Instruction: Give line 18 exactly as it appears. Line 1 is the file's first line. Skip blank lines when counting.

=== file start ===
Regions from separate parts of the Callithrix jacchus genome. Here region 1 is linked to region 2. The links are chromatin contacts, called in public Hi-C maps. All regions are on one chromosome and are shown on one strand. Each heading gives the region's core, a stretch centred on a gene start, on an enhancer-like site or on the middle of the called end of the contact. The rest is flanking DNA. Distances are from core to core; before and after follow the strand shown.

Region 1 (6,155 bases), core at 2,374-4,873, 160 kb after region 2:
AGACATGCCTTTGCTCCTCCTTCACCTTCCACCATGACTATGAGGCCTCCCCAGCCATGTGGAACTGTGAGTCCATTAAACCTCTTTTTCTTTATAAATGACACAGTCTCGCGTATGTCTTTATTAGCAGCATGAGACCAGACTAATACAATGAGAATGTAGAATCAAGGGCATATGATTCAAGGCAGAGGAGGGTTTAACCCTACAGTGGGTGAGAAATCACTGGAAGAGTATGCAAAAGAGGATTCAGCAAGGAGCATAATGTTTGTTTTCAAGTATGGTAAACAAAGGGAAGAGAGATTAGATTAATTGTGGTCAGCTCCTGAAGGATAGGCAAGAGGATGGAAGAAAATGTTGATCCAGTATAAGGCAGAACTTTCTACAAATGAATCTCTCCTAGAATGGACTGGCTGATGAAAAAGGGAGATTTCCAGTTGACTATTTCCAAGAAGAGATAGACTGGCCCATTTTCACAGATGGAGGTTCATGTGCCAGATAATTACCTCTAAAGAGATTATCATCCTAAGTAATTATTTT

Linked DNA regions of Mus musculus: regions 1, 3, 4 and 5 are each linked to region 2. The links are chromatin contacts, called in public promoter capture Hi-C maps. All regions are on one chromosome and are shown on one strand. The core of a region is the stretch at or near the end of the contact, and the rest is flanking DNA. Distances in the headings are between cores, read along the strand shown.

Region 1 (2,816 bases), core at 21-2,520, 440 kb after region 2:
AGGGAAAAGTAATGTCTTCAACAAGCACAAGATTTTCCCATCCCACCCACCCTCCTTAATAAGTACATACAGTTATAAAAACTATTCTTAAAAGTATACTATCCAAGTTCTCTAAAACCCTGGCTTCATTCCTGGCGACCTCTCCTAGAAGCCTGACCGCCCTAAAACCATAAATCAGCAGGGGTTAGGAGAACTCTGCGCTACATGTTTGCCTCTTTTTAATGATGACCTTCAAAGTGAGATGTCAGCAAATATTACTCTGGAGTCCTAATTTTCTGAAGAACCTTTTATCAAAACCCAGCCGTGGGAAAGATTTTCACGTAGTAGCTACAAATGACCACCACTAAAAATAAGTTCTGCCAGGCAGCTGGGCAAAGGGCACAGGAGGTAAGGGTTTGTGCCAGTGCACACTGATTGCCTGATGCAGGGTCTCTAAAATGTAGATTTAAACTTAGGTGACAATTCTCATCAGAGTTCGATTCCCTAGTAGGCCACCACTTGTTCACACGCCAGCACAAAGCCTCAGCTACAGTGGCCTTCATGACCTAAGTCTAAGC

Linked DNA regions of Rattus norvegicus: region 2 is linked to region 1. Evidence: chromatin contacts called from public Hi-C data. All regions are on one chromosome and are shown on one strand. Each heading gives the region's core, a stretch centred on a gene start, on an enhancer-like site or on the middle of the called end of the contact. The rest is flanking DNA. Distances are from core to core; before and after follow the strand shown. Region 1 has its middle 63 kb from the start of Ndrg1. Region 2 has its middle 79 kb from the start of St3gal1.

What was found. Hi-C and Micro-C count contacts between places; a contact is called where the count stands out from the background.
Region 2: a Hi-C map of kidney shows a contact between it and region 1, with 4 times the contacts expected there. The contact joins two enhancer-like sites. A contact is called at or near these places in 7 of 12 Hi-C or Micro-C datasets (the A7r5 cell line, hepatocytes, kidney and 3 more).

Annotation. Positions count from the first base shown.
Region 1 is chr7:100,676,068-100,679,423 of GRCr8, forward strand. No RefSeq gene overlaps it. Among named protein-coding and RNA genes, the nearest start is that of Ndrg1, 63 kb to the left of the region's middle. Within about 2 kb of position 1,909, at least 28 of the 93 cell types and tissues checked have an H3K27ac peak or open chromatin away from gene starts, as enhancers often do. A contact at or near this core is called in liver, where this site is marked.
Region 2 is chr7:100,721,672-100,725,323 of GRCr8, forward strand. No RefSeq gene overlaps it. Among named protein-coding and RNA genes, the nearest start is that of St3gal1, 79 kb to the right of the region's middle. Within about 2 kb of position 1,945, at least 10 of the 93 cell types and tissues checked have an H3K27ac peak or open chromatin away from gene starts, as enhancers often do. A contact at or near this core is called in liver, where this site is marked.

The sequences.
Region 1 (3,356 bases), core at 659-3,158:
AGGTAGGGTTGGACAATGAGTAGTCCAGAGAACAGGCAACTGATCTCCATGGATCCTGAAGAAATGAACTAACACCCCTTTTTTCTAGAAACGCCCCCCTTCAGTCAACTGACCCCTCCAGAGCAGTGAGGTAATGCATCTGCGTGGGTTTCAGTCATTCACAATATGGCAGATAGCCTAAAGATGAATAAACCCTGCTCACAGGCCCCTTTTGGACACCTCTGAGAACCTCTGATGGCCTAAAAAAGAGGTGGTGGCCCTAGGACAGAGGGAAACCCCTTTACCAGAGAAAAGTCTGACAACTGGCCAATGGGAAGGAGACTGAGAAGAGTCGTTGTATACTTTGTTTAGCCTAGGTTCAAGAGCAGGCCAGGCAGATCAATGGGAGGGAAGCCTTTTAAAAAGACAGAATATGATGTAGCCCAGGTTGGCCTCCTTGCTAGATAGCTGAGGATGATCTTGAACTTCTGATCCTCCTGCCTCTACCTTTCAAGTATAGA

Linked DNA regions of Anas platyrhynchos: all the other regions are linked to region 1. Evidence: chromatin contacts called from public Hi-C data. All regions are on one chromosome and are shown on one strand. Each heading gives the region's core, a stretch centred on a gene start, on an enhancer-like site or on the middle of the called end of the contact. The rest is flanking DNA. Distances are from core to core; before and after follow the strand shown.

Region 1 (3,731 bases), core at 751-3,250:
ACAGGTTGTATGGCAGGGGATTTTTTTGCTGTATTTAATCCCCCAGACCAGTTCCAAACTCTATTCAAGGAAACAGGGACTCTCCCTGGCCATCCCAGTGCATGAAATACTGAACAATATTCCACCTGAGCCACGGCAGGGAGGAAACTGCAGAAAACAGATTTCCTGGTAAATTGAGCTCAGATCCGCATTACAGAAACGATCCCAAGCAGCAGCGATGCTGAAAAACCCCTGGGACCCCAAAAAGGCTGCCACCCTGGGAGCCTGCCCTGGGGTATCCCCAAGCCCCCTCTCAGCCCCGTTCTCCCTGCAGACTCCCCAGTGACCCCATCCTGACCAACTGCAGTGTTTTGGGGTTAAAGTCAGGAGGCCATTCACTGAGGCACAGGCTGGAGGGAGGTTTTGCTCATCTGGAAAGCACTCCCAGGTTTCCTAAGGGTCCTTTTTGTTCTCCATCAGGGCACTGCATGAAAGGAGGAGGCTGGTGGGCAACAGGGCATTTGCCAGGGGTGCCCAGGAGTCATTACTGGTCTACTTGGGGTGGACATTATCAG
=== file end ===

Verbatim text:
ACAGGTTGTATGGCAGGGGATTTTTTTGCTGTATTTAATCCCCCAGACCAGTTCCAAACTCTATTCAAGGAAACAGGGACTCTCCCTGGCCATCCCAGTGCATGAAATACTGAACAATATTCCACCTGAGCCACGGCAGGGAGGAAACTGCAGAAAACAGATTTCCTGGTAAATTGAGCTCAGATCCGCATTACAGAAACGATCCCAAGCAGCAGCGATGCTGAAAAACCCCTGGGACCCCAAAAAGGCTGCCACCCTGGGAGCCTGCCCTGGGGTATCCCCAAGCCCCCTCTCAGCCCCGTTCTCCCTGCAGACTCCCCAGTGACCCCATCCTGACCAACTGCAGTGTTTTGGGGTTAAAGTCAGGAGGCCATTCACTGAGGCACAGGCTGGAGGGAGGTTTTGCTCATCTGGAAAGCACTCCCAGGTTTCCTAAGGGTCCTTTTTGTTCTCCATCAGGGCACTGCATGAAAGGAGGAGGCTGGTGGGCAACAGGGCATTTGCCAGGGGTGCCCAGGAGTCATTACTGGTCTACTTGGGGTGGACATTATCAG